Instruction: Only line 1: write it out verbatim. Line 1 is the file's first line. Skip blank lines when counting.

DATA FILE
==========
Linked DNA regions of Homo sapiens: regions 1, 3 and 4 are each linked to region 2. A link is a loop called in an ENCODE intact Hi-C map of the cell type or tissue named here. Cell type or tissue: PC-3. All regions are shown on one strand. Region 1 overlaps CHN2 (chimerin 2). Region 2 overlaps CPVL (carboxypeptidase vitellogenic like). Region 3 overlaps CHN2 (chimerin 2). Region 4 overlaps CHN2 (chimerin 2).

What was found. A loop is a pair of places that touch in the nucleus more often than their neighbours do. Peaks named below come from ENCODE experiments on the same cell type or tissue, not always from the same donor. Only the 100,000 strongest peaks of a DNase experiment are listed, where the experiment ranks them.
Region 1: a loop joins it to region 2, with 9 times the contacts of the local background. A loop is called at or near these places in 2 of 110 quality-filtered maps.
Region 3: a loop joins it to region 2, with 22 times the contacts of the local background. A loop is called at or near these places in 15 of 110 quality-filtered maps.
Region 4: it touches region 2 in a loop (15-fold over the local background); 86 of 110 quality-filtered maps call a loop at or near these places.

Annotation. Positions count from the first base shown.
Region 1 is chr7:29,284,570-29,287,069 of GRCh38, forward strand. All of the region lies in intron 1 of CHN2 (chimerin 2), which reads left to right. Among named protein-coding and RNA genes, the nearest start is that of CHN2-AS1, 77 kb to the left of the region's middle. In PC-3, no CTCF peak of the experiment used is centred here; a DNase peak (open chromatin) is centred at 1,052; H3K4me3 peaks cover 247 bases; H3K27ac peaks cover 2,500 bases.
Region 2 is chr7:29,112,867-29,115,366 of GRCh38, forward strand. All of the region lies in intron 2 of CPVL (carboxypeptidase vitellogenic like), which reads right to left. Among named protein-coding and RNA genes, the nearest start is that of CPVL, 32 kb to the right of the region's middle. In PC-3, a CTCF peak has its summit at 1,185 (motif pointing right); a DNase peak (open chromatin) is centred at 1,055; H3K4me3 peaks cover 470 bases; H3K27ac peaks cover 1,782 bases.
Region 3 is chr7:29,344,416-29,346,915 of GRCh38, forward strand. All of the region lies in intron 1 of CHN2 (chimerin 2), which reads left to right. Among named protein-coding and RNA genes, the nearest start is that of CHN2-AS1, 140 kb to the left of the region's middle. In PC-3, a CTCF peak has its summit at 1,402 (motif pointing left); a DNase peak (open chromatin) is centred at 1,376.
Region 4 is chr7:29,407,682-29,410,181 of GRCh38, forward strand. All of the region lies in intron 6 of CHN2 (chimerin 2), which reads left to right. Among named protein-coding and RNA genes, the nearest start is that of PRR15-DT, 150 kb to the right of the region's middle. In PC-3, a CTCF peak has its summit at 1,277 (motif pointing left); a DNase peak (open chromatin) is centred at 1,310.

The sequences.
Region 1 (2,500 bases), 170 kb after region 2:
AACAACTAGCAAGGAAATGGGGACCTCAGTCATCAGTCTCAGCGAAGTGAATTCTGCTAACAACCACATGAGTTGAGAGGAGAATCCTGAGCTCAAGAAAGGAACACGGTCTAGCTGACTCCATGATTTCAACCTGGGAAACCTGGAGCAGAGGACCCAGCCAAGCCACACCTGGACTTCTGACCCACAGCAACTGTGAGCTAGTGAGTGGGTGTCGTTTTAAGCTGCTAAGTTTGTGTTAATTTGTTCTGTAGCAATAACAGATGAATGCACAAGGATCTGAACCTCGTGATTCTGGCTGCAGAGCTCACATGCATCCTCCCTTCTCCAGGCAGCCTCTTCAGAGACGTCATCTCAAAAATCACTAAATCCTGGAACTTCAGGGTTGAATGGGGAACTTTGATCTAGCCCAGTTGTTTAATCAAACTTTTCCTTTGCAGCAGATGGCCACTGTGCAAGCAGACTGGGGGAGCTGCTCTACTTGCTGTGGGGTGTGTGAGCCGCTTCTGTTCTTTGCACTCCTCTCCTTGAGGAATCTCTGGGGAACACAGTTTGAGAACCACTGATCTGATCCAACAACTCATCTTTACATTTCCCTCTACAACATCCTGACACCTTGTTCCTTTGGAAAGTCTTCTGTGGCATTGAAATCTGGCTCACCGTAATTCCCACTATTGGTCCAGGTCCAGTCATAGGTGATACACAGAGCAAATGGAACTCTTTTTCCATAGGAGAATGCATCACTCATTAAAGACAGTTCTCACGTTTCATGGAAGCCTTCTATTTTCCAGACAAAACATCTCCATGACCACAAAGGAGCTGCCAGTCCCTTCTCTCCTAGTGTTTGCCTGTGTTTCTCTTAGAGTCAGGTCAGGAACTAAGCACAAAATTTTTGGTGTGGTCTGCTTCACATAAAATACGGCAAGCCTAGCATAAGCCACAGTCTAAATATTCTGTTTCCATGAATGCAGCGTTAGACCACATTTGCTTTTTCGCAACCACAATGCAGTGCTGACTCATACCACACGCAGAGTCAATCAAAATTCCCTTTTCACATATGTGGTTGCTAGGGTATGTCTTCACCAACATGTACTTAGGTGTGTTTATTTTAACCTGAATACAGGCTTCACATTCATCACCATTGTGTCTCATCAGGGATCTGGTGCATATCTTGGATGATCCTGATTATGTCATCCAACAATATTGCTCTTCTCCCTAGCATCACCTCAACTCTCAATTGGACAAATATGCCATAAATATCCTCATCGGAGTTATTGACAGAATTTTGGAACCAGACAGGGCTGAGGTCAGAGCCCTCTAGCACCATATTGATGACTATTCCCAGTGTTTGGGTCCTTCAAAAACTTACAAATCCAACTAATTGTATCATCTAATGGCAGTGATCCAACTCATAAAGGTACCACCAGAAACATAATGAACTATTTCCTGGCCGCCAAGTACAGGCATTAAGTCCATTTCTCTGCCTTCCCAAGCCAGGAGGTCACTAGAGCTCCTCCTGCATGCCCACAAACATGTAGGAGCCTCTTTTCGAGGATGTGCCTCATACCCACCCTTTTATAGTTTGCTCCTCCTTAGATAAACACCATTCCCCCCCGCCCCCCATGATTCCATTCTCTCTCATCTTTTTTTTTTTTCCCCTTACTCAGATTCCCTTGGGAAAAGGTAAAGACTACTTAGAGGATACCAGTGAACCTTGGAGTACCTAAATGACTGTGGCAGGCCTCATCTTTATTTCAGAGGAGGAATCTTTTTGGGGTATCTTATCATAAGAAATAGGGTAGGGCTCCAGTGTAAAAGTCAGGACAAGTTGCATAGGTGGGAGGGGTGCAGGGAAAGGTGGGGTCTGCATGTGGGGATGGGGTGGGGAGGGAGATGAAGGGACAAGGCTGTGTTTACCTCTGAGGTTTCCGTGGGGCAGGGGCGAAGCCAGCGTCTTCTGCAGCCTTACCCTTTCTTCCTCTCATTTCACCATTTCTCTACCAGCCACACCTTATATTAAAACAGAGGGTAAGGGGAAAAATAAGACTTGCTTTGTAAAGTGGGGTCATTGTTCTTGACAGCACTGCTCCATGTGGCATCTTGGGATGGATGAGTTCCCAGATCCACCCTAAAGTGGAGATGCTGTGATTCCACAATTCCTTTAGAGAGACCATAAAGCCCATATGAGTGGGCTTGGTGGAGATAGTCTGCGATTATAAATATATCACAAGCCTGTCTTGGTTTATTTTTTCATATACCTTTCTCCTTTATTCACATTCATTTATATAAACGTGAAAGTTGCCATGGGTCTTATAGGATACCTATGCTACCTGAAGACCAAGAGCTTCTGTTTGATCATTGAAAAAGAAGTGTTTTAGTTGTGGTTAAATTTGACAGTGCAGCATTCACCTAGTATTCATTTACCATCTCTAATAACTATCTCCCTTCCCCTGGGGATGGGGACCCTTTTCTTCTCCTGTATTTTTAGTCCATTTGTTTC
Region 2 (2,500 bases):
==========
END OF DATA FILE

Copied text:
Linked DNA regions of Homo sapiens: regions 1, 3 and 4 are each linked to region 2. A link is a loop called in an ENCODE intact Hi-C map of the cell type or tissue named here. Cell type or tissue: PC-3. All regions are shown on one strand. Region 1 overlaps CHN2 (chimerin 2). Region 2 overlaps CPVL (carboxypeptidase vitellogenic like). Region 3 overlaps CHN2 (chimerin 2). Region 4 overlaps CHN2 (chimerin 2).